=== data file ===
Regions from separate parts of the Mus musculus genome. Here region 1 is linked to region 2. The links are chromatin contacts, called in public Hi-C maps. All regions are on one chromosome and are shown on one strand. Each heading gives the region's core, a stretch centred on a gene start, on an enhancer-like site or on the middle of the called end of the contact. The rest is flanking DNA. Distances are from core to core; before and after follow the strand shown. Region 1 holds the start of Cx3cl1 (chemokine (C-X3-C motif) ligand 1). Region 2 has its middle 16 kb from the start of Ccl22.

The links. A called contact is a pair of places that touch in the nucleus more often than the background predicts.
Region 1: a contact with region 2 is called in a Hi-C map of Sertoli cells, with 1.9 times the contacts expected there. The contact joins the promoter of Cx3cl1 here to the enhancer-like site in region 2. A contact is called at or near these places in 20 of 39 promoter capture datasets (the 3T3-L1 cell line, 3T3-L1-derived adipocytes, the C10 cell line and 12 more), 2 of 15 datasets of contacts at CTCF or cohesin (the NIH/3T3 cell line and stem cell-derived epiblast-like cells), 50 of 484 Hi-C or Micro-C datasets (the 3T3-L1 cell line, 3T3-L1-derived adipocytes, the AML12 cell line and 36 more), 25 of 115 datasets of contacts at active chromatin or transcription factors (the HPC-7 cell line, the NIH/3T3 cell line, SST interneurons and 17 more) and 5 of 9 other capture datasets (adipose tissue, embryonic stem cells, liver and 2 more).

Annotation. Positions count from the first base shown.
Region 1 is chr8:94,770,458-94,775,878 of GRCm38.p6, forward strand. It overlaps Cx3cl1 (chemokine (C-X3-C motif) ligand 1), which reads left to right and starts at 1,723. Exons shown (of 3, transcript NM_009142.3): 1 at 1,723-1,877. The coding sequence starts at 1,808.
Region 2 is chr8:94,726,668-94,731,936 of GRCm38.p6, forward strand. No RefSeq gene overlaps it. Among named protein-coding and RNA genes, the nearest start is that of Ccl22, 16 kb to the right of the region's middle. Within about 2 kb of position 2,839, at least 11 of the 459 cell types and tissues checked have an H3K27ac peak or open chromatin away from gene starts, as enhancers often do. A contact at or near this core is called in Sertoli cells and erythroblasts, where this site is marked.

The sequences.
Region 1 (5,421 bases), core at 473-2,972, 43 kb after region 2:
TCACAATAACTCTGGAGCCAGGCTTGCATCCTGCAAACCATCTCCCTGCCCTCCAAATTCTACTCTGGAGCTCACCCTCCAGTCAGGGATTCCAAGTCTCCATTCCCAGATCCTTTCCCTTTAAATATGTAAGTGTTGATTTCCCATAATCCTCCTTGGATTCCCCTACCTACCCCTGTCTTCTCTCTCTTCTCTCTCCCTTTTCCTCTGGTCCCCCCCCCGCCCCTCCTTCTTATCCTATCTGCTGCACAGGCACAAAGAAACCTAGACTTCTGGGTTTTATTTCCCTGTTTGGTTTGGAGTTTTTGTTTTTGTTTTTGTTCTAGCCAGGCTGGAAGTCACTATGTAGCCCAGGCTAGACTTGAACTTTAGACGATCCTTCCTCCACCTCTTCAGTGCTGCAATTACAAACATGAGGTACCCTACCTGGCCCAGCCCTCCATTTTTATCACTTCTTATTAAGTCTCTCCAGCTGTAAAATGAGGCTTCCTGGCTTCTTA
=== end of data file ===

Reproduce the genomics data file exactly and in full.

Regions from separate parts of the Mus musculus genome. Here region 1 is linked to region 2. The links are chromatin contacts, called in public Hi-C maps. All regions are on one chromosome and are shown on one strand. Each heading gives the region's core, a stretch centred on a gene start, on an enhancer-like site or on the middle of the called end of the contact. The rest is flanking DNA. Distances are from core to core; before and after follow the strand shown. Region 1 holds the start of Cx3cl1 (chemokine (C-X3-C motif) ligand 1). Region 2 has its middle 16 kb from the start of Ccl22.

The links. A called contact is a pair of places that touch in the nucleus more often than the background predicts.
Region 1: a contact with region 2 is called in a Hi-C map of Sertoli cells, with 1.9 times the contacts expected there. The contact joins the promoter of Cx3cl1 here to the enhancer-like site in region 2. A contact is called at or near these places in 20 of 39 promoter capture datasets (the 3T3-L1 cell line, 3T3-L1-derived adipocytes, the C10 cell line and 12 more), 2 of 15 datasets of contacts at CTCF or cohesin (the NIH/3T3 cell line and stem cell-derived epiblast-like cells), 50 of 484 Hi-C or Micro-C datasets (the 3T3-L1 cell line, 3T3-L1-derived adipocytes, the AML12 cell line and 36 more), 25 of 115 datasets of contacts at active chromatin or transcription factors (the HPC-7 cell line, the NIH/3T3 cell line, SST interneurons and 17 more) and 5 of 9 other capture datasets (adipose tissue, embryonic stem cells, liver and 2 more).

Annotation. Positions count from the first base shown.
Region 1 is chr8:94,770,458-94,775,878 of GRCm38.p6, forward strand. It overlaps Cx3cl1 (chemokine (C-X3-C motif) ligand 1), which reads left to right and starts at 1,723. Exons shown (of 3, transcript NM_009142.3): 1 at 1,723-1,877. The coding sequence starts at 1,808.
Region 2 is chr8:94,726,668-94,731,936 of GRCm38.p6, forward strand. No RefSeq gene overlaps it. Among named protein-coding and RNA genes, the nearest start is that of Ccl22, 16 kb to the right of the region's middle. Within about 2 kb of position 2,839, at least 11 of the 459 cell types and tissues checked have an H3K27ac peak or open chromatin away from gene starts, as enhancers often do. A contact at or near this core is called in Sertoli cells and erythroblasts, where this site is marked.

The sequences.
Region 1 (5,421 bases), core at 473-2,972, 43 kb after region 2:
TCACAATAACTCTGGAGCCAGGCTTGCATCCTGCAAACCATCTCCCTGCCCTCCAAATTCTACTCTGGAGCTCACCCTCCAGTCAGGGATTCCAAGTCTCCATTCCCAGATCCTTTCCCTTTAAATATGTAAGTGTTGATTTCCCATAATCCTCCTTGGATTCCCCTACCTACCCCTGTCTTCTCTCTCTTCTCTCTCCCTTTTCCTCTGGTCCCCCCCCCGCCCCTCCTTCTTATCCTATCTGCTGCACAGGCACAAAGAAACCTAGACTTCTGGGTTTTATTTCCCTGTTTGGTTTGGAGTTTTTGTTTTTGTTTTTGTTCTAGCCAGGCTGGAAGTCACTATGTAGCCCAGGCTAGACTTGAACTTTAGACGATCCTTCCTCCACCTCTTCAGTGCTGCAATTACAAACATGAGGTACCCTACCTGGCCCAGCCCTCCATTTTTATCACTTCTTATTAAGTCTCTCCAGCTGTAAAATGAGGCTTCCTGGCTTCTTA